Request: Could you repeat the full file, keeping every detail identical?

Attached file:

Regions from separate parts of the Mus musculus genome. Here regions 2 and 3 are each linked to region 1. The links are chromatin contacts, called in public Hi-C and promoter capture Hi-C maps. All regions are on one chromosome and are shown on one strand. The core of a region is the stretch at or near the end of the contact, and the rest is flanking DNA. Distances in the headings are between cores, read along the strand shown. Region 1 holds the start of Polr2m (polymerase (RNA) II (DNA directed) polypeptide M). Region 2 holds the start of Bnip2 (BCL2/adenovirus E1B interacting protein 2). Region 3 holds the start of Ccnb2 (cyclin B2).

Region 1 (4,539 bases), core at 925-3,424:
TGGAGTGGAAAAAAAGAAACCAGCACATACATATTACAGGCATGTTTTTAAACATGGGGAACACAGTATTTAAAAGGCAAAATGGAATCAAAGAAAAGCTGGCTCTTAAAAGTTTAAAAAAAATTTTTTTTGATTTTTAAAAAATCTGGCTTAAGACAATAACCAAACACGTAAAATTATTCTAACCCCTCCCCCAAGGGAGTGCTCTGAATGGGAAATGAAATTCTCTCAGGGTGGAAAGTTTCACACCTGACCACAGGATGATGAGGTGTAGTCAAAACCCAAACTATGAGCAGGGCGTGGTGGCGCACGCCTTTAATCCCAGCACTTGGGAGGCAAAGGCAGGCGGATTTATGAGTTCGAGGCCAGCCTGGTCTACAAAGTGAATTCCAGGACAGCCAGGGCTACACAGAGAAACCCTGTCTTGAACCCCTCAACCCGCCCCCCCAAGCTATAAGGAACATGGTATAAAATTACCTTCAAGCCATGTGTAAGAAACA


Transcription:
Regions from separate parts of the Mus musculus genome. Here regions 2 and 3 are each linked to region 1. The links are chromatin contacts, called in public Hi-C and promoter capture Hi-C maps. All regions are on one chromosome and are shown on one strand. The core of a region is the stretch at or near the end of the contact, and the rest is flanking DNA. Distances in the headings are between cores, read along the strand shown. Region 1 holds the start of Polr2m (polymerase (RNA) II (DNA directed) polypeptide M). Region 2 holds the start of Bnip2 (BCL2/adenovirus E1B interacting protein 2). Region 3 holds the start of Ccnb2 (cyclin B2).

Region 1 (4,539 bases), core at 925-3,424:
TGGAGTGGAAAAAAAGAAACCAGCACATACATATTACAGGCATGTTTTTAAACATGGGGAACACAGTATTTAAAAGGCAAAATGGAATCAAAGAAAAGCTGGCTCTTAAAAGTTTAAAAAAAATTTTTTTTGATTTTTAAAAAATCTGGCTTAAGACAATAACCAAACACGTAAAATTATTCTAACCCCTCCCCCAAGGGAGTGCTCTGAATGGGAAATGAAATTCTCTCAGGGTGGAAAGTTTCACACCTGACCACAGGATGATGAGGTGTAGTCAAAACCCAAACTATGAGCAGGGCGTGGTGGCGCACGCCTTTAATCCCAGCACTTGGGAGGCAAAGGCAGGCGGATTTATGAGTTCGAGGCCAGCCTGGTCTACAAAGTGAATTCCAGGACAGCCAGGGCTACACAGAGAAACCCTGTCTTGAACCCCTCAACCCGCCCCCCCAAGCTATAAGGAACATGGTATAAAATTACCTTCAAGCCATGTGTAAGAAACA